Seidenstricker/Silknitter Family
The Whiskey Rebellion

At least one, and perhaps two, Seidenstrickers served the United
States during the Whiskey Rebellion of 1794. This revolt in
Washington County, Pennsylvania, stemmed from reaction to the
imposition by Congress in 1791 of a moderate excise tax on
distilleries.  The mountain men considered the tax as unjust and
tyrannical as the British Stamp Act had to all Americans some
25 years earlier. Governor Thomas Mifflin refused to enforce
collections for fear of losing popularity.

President Washington accepted this challenge to the authority of
the federal government and asked Congress to authorize him to call
out the militia. Congress did, and on 7 August 1794, the President
mobilized 15,000 militiamen from four states. He then led the army
himself, over the Alleghenies, to crush the revolt.

Philip Silknitter is listed among the privates in the Fifth Class on a
list dated 7 July 1794 of the names of every male white person
between the ages of 18 and 45 inhabiting or residing within the
district of Captain John Brubeaker's Company, Middle Paxton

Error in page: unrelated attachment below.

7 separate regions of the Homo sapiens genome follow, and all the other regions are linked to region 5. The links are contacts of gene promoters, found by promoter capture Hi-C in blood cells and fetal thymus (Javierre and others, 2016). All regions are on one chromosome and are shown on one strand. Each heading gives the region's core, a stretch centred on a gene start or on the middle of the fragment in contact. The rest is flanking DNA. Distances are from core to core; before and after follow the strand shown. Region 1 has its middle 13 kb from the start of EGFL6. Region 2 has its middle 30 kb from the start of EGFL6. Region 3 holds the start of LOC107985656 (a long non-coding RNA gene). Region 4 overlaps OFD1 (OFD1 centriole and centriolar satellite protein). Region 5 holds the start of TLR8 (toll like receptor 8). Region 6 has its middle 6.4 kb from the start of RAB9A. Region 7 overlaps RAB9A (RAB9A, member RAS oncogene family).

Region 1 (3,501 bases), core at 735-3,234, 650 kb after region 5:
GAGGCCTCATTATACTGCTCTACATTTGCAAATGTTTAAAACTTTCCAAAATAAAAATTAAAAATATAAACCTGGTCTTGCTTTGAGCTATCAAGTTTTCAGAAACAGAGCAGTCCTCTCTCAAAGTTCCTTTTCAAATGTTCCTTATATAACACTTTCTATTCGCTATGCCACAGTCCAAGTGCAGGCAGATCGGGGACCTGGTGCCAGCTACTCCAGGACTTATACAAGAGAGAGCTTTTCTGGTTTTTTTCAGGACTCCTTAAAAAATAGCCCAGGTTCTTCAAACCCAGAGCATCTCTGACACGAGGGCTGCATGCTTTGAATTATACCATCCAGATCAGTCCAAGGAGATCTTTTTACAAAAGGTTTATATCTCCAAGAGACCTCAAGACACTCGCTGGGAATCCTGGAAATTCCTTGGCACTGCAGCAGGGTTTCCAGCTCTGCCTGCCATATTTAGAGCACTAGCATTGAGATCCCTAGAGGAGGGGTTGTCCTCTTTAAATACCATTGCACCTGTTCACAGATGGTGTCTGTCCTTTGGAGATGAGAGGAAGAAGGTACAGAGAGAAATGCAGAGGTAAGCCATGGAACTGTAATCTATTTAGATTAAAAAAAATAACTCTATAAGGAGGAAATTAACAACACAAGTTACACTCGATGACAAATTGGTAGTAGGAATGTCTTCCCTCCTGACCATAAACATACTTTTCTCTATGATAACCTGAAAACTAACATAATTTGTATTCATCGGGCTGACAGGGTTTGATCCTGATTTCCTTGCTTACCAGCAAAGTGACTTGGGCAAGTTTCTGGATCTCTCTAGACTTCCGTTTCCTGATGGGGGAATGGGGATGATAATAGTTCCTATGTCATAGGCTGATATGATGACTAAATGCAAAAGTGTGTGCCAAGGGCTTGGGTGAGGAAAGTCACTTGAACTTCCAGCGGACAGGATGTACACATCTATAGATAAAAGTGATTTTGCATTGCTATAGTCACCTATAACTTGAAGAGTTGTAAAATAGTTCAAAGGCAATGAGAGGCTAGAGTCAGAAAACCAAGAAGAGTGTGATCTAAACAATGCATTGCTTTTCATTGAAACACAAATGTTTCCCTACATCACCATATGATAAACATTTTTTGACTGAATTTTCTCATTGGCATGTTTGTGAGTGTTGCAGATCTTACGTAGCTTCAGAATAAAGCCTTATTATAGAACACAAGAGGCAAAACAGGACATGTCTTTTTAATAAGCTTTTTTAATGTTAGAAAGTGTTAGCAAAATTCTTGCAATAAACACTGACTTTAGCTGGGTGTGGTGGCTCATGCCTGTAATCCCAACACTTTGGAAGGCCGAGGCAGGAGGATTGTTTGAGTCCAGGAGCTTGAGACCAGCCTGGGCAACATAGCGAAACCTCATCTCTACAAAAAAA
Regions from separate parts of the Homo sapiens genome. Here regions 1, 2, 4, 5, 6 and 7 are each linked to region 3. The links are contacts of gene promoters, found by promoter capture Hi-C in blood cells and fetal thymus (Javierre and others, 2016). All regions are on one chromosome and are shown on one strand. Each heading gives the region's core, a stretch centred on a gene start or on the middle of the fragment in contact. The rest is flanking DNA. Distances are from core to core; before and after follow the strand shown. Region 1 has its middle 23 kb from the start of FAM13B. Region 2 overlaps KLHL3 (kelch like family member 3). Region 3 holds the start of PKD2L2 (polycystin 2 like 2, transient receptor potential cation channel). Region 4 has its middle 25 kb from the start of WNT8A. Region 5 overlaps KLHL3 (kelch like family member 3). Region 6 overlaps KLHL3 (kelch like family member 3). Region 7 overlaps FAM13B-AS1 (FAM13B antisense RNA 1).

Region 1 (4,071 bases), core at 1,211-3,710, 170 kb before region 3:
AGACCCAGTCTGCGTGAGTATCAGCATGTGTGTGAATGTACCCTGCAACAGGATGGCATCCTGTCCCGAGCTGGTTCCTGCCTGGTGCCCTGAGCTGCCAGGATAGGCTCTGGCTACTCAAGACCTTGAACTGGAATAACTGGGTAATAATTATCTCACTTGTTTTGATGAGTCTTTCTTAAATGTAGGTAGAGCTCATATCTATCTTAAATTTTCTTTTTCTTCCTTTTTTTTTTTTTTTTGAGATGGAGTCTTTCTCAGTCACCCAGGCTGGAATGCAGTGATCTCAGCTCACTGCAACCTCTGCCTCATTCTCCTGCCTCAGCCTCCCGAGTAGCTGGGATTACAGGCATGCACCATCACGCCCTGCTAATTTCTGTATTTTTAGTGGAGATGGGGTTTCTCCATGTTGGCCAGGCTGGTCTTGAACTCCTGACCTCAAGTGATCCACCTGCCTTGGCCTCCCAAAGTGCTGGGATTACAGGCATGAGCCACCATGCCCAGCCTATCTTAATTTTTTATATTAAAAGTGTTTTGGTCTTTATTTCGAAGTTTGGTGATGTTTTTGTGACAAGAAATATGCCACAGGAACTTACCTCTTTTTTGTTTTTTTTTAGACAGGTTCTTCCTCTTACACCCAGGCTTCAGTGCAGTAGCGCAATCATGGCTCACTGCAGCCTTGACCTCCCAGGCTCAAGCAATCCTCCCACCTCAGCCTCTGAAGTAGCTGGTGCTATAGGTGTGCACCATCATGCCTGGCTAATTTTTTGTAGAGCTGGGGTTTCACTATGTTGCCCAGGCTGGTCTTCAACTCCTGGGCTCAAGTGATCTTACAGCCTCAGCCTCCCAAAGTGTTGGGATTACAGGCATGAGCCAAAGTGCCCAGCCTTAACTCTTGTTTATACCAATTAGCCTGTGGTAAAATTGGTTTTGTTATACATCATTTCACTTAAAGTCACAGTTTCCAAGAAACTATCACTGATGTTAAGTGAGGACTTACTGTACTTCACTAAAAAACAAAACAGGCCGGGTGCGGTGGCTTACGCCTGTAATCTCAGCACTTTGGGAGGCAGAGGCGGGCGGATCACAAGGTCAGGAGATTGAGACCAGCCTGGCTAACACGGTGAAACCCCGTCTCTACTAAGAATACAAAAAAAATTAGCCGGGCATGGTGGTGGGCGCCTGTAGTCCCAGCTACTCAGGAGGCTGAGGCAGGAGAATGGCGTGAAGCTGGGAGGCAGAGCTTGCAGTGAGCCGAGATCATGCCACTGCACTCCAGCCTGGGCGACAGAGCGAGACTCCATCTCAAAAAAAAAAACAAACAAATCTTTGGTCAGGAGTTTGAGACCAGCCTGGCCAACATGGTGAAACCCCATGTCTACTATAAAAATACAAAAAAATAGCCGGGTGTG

Battalion, Dauphin County Militia (PA:6:5:246).

A "Return of the 1st and 2nd Classes of the Militia of the County of
Dauphin, Draughed and Ordered to March against the Insurgents
in the Western Parts of Pennsylvania" lists "Philip Seidesbricker"
among the privates in the second class of Captain William
McFarland's Company, Colonel Valentine Shouffler's Regiment No.
4, Dauphin County Militia (PA:6:5:289).

Between the Whiskey Revolution and the War of 1812–14, only
Michael Silknitter, Senr., is known to have been active in the militia
organization. He is listed among the privates in the first class on a
list dated 1797 of each and every person between the ages of 18 and
45 years inhabiting or residing within Captain Evan Russel's
District, the Sixth Company, Fifth Regiment, Lancaster County
Militia Battalion (PA:6:5:383).

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